Ekrem Kocaguneli, Thomas Zimmermann, Christian Bird, Nachiappan Nagappan, and Tim Menzies
We offer a case study illustrating three rules for reporting research to industrial practitioners. Firstly, report “relevant” results; e.g. this paper explores the effects of distributed development on software products.
Second: “recheck” old results if new results call them into question. Many papers say distributed development can be harmful to software quality. Previous work by Bird et al. allayed that concern but a recent paper by Posnett et al. suggests that the Bird result was biased by the kinds of files it explored. Hence, this paper rechecks that result and finds significant differences in Microsoft products (Office 2010) between software built by distributed or collocated teams. At first glance, this recheck calls into question the widespread practice of distributed development.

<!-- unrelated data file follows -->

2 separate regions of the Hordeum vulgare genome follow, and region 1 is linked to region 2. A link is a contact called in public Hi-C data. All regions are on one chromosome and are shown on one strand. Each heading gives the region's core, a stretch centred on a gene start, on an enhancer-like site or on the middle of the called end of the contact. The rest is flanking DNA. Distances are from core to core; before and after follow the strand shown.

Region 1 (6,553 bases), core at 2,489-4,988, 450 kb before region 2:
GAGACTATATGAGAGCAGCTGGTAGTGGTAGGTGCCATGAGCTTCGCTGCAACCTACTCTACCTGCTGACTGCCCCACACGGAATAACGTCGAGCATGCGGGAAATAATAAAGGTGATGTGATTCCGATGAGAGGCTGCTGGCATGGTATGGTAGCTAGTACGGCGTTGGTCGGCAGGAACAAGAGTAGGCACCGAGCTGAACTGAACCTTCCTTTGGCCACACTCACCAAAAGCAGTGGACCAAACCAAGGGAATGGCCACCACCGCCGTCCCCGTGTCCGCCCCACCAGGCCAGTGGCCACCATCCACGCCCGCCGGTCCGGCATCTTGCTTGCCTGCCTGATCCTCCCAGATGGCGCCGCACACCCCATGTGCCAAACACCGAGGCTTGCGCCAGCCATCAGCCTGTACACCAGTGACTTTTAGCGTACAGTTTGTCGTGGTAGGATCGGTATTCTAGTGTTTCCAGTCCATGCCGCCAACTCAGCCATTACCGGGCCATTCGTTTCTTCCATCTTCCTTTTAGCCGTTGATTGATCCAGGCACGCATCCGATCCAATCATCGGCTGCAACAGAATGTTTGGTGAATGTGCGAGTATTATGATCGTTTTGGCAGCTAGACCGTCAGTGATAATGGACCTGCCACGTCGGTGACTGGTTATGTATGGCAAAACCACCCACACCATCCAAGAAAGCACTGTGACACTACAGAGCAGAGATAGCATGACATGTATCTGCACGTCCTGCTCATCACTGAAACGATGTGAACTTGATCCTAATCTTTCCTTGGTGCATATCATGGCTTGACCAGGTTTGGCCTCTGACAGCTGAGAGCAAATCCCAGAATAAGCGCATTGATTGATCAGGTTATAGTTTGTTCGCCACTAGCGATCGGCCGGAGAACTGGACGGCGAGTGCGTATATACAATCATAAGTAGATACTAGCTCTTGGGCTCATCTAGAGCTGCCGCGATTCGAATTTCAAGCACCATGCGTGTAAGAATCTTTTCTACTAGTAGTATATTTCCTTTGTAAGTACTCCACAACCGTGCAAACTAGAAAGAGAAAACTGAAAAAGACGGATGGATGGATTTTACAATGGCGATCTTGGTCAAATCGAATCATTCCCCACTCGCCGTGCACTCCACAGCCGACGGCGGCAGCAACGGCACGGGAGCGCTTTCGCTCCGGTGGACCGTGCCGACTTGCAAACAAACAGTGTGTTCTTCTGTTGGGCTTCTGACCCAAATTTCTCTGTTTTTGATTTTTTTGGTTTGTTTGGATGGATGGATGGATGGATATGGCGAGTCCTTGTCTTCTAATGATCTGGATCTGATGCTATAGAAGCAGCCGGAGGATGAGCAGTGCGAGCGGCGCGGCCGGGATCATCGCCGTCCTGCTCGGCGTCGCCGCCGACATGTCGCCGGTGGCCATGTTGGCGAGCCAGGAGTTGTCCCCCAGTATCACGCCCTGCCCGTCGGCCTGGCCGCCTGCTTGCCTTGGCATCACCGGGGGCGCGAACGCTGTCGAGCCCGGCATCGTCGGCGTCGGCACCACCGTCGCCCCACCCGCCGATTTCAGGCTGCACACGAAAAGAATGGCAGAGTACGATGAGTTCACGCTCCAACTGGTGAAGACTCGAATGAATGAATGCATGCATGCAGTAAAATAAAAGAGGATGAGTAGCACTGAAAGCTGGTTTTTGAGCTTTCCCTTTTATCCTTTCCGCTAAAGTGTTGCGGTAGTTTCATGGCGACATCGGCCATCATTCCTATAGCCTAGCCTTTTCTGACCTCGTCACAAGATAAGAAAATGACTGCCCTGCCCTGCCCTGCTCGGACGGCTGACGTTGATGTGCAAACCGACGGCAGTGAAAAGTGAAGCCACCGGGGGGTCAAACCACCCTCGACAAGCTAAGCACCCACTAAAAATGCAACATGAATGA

Our third rule is to “reflect” on results to avoid confusing practitioners with an arcane mathematical analysis. For example, on reflection, we found that the effect size of the differences seen in the collocated and distributed software was so small that it need not concern industrial practitioners.
Our conclusion is that at least for Microsoft products, distributed development is not considered harmful.
In Proceedings of the International Conference on Software Engineering (Software Engineering in Practice track)